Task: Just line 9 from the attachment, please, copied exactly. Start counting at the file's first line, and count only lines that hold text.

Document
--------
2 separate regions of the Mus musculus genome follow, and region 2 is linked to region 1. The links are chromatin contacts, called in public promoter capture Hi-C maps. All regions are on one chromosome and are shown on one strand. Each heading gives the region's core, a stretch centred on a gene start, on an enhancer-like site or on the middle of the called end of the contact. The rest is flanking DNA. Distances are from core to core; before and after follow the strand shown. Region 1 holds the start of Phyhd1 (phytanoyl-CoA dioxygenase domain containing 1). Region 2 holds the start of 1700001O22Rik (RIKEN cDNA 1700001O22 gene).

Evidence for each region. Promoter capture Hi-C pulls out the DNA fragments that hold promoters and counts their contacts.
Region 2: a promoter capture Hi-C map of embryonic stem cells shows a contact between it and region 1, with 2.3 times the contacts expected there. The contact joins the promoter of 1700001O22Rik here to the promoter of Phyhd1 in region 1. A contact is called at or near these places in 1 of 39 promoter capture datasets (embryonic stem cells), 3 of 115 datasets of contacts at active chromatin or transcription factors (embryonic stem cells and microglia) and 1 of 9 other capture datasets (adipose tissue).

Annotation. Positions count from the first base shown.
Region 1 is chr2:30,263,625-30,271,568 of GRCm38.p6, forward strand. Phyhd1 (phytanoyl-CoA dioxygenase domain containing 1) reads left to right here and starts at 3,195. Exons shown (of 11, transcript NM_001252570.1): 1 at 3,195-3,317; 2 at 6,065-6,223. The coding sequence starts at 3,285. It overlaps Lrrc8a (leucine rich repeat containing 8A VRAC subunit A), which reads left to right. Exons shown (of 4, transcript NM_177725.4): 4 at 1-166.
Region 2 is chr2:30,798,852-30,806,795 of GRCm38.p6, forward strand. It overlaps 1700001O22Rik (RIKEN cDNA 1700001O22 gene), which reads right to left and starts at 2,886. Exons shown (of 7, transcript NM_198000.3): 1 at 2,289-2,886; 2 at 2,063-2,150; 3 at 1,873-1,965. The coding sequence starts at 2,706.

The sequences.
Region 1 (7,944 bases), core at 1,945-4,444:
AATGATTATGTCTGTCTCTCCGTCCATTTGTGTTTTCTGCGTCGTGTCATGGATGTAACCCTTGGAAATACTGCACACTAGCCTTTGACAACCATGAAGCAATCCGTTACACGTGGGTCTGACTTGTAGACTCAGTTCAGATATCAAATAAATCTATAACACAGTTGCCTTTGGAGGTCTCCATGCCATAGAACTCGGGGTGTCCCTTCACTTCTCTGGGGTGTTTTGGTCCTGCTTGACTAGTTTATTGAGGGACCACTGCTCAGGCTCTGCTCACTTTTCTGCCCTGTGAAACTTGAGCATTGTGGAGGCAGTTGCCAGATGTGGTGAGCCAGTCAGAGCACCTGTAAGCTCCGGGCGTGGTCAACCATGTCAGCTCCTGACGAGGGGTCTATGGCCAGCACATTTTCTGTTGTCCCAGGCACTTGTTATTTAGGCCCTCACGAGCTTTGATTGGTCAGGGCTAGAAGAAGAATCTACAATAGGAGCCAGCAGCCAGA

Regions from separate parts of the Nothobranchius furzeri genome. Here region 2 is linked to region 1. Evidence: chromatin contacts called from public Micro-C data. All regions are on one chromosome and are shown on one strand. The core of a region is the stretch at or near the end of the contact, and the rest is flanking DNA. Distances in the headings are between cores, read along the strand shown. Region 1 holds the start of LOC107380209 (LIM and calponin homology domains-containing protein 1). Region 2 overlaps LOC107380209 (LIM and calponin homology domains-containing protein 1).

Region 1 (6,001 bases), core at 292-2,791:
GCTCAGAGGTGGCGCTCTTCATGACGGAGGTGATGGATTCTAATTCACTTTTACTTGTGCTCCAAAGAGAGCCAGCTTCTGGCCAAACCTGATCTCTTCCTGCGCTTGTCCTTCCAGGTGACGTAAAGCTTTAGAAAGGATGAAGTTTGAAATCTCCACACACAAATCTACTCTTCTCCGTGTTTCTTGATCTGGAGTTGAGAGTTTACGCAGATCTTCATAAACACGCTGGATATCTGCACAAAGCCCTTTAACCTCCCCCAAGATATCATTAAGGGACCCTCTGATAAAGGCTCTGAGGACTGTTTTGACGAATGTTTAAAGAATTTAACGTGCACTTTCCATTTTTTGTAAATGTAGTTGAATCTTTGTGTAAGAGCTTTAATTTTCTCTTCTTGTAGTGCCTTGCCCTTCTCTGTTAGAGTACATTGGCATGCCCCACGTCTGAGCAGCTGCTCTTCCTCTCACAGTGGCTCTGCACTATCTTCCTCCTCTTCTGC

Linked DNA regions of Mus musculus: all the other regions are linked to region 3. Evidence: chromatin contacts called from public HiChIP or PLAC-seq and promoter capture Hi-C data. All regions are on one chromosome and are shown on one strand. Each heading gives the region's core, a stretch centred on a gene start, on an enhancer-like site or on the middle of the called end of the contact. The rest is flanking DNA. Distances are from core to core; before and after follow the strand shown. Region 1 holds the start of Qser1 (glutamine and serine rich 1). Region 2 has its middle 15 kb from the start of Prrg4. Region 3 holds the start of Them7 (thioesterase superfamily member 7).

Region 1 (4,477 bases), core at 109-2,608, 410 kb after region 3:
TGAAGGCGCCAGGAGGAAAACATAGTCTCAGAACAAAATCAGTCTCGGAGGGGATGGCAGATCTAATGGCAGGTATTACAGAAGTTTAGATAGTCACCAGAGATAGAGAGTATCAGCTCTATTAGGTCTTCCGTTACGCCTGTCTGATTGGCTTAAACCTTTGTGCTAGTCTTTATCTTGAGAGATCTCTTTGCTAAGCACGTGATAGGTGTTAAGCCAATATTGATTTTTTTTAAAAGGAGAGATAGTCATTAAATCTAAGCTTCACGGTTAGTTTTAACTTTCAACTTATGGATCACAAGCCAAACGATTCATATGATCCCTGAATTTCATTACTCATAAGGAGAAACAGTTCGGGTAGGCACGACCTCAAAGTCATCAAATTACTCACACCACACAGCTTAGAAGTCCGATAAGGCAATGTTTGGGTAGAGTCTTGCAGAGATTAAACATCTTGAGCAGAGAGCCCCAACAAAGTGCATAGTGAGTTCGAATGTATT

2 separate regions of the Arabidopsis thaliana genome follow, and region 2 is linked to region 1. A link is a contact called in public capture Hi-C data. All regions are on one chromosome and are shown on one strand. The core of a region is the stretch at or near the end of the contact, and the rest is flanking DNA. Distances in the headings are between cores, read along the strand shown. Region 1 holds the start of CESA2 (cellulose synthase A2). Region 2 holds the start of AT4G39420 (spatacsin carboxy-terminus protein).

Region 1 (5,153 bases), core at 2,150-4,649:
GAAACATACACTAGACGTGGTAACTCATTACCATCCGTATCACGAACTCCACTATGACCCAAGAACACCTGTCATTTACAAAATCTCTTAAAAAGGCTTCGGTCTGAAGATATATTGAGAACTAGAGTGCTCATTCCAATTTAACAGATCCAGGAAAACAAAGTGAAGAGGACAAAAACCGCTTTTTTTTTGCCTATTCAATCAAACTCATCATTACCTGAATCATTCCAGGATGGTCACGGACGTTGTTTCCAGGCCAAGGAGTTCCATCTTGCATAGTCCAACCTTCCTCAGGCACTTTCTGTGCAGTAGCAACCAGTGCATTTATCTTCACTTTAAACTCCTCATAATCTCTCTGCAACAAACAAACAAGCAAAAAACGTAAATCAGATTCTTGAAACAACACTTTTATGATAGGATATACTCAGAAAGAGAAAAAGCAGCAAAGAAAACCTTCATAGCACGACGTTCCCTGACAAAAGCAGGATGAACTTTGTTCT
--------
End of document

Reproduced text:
AATGATTATGTCTGTCTCTCCGTCCATTTGTGTTTTCTGCGTCGTGTCATGGATGTAACCCTTGGAAATACTGCACACTAGCCTTTGACAACCATGAAGCAATCCGTTACACGTGGGTCTGACTTGTAGACTCAGTTCAGATATCAAATAAATCTATAACACAGTTGCCTTTGGAGGTCTCCATGCCATAGAACTCGGGGTGTCCCTTCACTTCTCTGGGGTGTTTTGGTCCTGCTTGACTAGTTTATTGAGGGACCACTGCTCAGGCTCTGCTCACTTTTCTGCCCTGTGAAACTTGAGCATTGTGGAGGCAGTTGCCAGATGTGGTGAGCCAGTCAGAGCACCTGTAAGCTCCGGGCGTGGTCAACCATGTCAGCTCCTGACGAGGGGTCTATGGCCAGCACATTTTCTGTTGTCCCAGGCACTTGTTATTTAGGCCCTCACGAGCTTTGATTGGTCAGGGCTAGAAGAAGAATCTACAATAGGAGCCAGCAGCCAGA